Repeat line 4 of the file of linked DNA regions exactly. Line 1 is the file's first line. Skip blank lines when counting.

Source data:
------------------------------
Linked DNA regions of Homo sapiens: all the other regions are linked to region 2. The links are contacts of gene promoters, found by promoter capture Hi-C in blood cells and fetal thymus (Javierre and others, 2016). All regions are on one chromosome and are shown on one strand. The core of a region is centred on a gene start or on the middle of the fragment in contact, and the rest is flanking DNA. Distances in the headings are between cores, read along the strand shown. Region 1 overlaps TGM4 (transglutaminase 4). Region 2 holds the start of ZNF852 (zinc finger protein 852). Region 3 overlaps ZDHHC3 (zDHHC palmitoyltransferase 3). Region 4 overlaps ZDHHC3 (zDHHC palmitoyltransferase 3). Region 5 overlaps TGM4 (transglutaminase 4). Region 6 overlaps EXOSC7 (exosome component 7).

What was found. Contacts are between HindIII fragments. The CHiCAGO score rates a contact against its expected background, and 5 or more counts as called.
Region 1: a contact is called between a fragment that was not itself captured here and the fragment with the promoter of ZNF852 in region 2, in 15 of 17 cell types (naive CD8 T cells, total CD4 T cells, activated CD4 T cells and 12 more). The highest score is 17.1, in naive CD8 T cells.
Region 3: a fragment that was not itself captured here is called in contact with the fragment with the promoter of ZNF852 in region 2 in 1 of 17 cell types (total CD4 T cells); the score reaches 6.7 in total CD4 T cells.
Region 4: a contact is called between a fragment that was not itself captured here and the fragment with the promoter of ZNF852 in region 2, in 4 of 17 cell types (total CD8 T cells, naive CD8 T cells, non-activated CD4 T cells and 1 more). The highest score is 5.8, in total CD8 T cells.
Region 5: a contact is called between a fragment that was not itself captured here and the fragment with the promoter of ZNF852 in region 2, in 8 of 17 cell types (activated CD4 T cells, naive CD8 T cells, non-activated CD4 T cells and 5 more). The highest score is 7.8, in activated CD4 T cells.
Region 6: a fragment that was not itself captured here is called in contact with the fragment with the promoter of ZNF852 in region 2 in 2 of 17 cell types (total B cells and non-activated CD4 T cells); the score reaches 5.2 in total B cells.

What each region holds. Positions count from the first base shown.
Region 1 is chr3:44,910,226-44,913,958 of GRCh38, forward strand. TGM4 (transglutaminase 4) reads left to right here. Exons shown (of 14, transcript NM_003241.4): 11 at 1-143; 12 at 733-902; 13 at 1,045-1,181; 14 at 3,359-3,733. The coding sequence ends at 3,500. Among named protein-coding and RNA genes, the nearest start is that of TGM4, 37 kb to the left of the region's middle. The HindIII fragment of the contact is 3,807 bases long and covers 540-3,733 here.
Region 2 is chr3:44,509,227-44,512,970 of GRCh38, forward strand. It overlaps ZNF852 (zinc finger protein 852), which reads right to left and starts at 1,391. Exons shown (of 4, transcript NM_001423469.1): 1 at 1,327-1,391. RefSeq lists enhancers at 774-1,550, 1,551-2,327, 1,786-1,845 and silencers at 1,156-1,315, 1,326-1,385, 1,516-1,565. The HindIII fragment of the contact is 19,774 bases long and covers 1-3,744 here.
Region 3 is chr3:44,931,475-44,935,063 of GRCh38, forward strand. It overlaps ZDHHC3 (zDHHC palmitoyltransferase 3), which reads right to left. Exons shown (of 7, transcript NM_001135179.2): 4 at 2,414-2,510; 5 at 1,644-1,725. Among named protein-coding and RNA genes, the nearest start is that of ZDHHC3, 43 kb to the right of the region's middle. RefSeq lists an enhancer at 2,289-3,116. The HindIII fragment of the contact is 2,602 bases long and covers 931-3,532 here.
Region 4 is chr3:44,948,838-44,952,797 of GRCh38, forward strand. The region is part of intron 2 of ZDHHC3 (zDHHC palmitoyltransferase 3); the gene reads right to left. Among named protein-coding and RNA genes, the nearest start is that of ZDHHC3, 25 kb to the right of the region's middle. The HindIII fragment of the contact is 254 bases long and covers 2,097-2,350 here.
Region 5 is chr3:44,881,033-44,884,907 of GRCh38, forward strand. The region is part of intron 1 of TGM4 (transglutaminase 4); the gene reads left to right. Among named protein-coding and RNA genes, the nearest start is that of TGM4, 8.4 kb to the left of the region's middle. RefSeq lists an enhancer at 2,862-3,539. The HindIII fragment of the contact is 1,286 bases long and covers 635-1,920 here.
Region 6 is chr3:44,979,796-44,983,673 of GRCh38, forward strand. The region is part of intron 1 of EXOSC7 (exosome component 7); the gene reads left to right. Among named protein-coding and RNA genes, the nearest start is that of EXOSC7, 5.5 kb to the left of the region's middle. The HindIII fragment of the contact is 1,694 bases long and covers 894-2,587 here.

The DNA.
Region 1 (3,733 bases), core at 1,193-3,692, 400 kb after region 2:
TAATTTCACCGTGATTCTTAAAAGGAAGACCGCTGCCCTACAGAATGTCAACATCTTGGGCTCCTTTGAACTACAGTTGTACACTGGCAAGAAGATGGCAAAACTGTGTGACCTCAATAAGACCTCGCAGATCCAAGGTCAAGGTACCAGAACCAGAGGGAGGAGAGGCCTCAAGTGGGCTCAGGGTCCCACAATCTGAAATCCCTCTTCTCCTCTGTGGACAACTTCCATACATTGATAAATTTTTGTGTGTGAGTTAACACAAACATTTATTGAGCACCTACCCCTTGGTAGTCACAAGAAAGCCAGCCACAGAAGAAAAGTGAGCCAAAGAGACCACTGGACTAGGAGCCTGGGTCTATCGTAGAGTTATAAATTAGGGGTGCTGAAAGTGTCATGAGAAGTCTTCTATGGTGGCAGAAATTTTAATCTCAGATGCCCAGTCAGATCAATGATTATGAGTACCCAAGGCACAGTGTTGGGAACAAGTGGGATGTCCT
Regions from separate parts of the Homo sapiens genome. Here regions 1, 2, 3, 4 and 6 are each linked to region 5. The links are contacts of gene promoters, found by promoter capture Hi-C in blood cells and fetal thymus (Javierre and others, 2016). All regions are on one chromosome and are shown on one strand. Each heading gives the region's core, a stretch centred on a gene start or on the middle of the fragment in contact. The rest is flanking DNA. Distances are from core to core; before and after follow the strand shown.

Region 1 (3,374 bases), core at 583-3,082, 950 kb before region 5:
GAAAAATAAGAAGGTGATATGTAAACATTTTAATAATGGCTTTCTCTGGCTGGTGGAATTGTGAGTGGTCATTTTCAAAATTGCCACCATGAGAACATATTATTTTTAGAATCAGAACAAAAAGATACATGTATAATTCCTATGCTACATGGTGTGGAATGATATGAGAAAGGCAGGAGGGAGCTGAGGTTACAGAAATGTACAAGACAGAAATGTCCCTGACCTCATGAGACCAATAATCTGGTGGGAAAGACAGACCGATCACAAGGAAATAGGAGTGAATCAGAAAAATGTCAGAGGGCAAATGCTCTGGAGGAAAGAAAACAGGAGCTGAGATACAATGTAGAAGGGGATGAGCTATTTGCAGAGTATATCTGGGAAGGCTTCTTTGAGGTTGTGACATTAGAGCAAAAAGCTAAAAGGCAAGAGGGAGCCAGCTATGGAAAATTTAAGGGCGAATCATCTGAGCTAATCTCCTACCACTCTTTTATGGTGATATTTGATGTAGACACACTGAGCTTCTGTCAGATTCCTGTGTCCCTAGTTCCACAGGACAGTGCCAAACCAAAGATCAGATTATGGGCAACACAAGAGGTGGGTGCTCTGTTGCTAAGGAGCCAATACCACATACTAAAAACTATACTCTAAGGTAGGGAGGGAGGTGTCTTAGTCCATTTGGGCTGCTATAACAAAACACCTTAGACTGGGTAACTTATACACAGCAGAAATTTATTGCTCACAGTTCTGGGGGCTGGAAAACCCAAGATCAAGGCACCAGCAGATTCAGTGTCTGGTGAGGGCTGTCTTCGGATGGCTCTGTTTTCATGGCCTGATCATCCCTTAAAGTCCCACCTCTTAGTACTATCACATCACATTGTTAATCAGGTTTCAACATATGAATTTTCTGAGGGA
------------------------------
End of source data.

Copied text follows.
Region 3: a fragment that was not itself captured here is called in contact with the fragment with the promoter of ZNF852 in region 2 in 1 of 17 cell types (total CD4 T cells); the score reaches 6.7 in total CD4 T cells.